The UK delays implementation of Global Minimum Tax rate


In October 2021, the 136 countries which make up the Organisation for Economic Co-operation and Development (OECD) inclusive framework agreed upon a set of reforms which were designed to manage the taxation of multinational companies at the international level.

These measures are broken down and referred to as pillar one and pillar two. Pillar one will control where a multinational group pays tax and involves a partial reallocation of taxing rights over the profits of large multinationals to the jurisdictions in the geographical location of their consumers. Pillar two looks to ensure that the multinationals pay a minimum tax rate in each jurisdiction in which they operate. This is to be achieved through the Global anti-Base Erosion (GLoBE) rules, a framework which regulates how much tax is paid by multinational groups.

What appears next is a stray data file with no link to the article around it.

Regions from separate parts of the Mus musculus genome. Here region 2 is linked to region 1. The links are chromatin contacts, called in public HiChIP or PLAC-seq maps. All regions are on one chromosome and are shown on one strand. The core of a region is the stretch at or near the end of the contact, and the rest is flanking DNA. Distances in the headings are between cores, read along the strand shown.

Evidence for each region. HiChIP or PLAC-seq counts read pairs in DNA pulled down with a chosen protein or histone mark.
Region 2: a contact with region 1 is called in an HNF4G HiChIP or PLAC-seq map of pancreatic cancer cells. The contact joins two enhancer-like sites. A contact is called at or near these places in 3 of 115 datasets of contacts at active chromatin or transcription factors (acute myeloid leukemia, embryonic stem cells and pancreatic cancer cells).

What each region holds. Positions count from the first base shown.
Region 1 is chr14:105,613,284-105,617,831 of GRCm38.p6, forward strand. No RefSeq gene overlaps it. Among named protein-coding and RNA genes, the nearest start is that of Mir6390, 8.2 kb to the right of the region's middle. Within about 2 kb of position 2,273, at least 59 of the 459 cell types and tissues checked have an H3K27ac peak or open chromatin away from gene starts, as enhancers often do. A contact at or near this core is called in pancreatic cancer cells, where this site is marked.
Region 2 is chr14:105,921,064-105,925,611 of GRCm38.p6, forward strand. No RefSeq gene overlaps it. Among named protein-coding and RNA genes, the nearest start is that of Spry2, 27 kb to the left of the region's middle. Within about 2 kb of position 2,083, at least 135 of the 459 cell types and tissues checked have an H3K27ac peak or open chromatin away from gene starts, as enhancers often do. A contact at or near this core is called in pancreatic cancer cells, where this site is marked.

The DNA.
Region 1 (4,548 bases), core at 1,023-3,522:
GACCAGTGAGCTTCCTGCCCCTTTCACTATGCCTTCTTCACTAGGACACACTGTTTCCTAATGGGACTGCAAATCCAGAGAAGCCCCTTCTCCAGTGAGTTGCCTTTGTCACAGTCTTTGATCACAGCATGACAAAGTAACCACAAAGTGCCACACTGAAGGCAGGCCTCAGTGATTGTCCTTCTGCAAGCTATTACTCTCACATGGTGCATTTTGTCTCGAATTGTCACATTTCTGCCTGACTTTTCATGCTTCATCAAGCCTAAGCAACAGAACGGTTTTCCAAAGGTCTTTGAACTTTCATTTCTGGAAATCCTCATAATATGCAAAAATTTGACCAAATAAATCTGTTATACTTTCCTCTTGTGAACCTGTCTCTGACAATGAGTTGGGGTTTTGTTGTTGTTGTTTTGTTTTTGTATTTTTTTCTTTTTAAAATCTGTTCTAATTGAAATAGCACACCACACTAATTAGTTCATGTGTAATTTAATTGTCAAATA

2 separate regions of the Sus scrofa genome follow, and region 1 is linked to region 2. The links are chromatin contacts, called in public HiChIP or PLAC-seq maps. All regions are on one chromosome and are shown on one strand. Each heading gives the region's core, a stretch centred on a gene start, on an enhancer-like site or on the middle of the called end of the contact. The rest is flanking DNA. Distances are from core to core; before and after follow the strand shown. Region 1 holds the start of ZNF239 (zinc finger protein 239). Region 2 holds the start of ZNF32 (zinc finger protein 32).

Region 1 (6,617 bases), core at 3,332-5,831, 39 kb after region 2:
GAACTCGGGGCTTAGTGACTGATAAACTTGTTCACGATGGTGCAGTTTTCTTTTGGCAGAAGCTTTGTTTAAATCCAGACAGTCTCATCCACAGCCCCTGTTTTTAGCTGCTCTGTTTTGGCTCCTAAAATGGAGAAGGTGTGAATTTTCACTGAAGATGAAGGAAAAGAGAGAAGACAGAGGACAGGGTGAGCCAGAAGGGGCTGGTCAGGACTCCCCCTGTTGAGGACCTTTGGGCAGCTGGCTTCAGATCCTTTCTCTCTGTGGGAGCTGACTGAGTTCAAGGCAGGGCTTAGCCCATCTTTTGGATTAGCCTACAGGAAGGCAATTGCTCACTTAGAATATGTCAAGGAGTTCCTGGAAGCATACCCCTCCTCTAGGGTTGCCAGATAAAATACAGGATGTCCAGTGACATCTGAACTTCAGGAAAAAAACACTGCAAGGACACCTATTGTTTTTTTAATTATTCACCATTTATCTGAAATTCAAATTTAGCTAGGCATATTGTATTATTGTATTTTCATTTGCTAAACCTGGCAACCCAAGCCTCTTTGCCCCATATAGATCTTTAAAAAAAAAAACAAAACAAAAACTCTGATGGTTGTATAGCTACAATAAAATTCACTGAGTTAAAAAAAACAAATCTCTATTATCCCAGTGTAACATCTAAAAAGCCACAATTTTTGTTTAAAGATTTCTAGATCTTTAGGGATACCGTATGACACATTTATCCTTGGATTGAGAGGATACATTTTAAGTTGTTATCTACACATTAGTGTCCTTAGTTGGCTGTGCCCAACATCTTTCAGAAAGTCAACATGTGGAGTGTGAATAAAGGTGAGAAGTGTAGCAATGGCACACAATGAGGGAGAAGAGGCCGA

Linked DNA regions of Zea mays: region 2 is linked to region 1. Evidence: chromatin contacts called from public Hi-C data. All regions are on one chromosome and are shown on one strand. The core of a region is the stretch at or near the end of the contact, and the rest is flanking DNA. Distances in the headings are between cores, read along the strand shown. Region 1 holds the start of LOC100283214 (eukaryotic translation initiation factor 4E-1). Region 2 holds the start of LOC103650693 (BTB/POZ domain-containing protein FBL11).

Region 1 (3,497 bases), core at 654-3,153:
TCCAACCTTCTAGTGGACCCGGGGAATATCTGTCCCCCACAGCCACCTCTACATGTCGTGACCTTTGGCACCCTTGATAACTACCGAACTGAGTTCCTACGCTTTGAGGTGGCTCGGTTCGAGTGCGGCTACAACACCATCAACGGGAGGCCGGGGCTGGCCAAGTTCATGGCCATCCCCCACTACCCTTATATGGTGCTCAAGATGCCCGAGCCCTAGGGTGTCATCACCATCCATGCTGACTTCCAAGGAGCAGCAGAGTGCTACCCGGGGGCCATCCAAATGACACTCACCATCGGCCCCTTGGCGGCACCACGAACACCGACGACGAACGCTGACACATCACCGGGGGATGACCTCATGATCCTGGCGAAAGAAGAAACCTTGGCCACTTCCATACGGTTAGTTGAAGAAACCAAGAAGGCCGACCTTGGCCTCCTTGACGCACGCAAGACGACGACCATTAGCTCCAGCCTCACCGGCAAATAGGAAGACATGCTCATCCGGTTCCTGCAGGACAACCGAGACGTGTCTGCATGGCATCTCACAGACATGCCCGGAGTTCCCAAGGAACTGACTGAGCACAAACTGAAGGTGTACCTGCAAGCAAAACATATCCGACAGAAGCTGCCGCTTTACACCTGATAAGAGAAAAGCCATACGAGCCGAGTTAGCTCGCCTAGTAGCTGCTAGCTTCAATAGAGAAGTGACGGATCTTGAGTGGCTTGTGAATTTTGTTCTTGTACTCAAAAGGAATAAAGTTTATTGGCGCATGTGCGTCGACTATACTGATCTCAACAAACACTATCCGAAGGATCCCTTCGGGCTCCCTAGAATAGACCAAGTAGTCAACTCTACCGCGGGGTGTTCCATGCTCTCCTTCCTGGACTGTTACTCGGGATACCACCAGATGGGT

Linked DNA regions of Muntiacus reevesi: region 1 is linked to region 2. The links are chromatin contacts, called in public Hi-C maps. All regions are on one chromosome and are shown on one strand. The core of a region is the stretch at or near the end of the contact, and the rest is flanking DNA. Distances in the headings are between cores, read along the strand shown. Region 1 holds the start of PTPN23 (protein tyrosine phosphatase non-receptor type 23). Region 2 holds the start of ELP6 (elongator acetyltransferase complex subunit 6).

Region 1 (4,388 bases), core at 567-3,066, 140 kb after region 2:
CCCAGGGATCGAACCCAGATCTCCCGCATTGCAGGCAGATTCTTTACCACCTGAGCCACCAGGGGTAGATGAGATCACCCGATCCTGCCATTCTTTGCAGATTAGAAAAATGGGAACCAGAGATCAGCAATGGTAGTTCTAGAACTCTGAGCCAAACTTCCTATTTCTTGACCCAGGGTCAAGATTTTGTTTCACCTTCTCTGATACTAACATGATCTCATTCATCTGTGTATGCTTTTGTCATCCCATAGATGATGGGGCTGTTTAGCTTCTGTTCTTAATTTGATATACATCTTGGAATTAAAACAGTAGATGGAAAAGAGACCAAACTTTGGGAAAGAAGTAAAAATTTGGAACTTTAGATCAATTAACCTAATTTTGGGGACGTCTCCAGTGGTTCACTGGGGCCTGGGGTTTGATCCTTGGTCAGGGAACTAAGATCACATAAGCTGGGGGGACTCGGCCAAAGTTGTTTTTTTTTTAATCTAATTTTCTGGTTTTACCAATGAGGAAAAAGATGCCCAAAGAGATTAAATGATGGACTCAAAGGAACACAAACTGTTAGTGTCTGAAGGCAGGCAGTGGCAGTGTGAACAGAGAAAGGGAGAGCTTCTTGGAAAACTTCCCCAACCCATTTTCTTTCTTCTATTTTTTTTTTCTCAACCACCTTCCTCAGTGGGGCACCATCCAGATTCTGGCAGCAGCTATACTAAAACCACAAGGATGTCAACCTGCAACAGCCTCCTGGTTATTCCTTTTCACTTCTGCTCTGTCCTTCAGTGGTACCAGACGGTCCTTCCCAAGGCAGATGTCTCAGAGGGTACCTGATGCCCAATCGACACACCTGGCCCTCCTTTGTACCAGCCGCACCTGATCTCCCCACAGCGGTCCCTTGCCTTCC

Simply put; pillar one is where tax is to be paid, pillar two is how much tax is to be paid.


A consultation by the government on the implementation of pillar two in the UK was completed on 4th April 2022 and, ahead of the formal findings and response due this Summer, Lucy Frazer (the Financial Secretary of the treasury) sent an interim update to respondents which outlined that the start date of the regulations will be pushed back from 1st April 2023 to accounting periods beginning on or after 31st December 2023. The reason for this delay is the acknowledgement that a sufficient lead-in time is required before the UK can effectively implement the new rules. Additionally, there are potential disadvantages to UK businesses on both competitive and administrative levels should the UK implement the GLoBE rules ahead of other countries.

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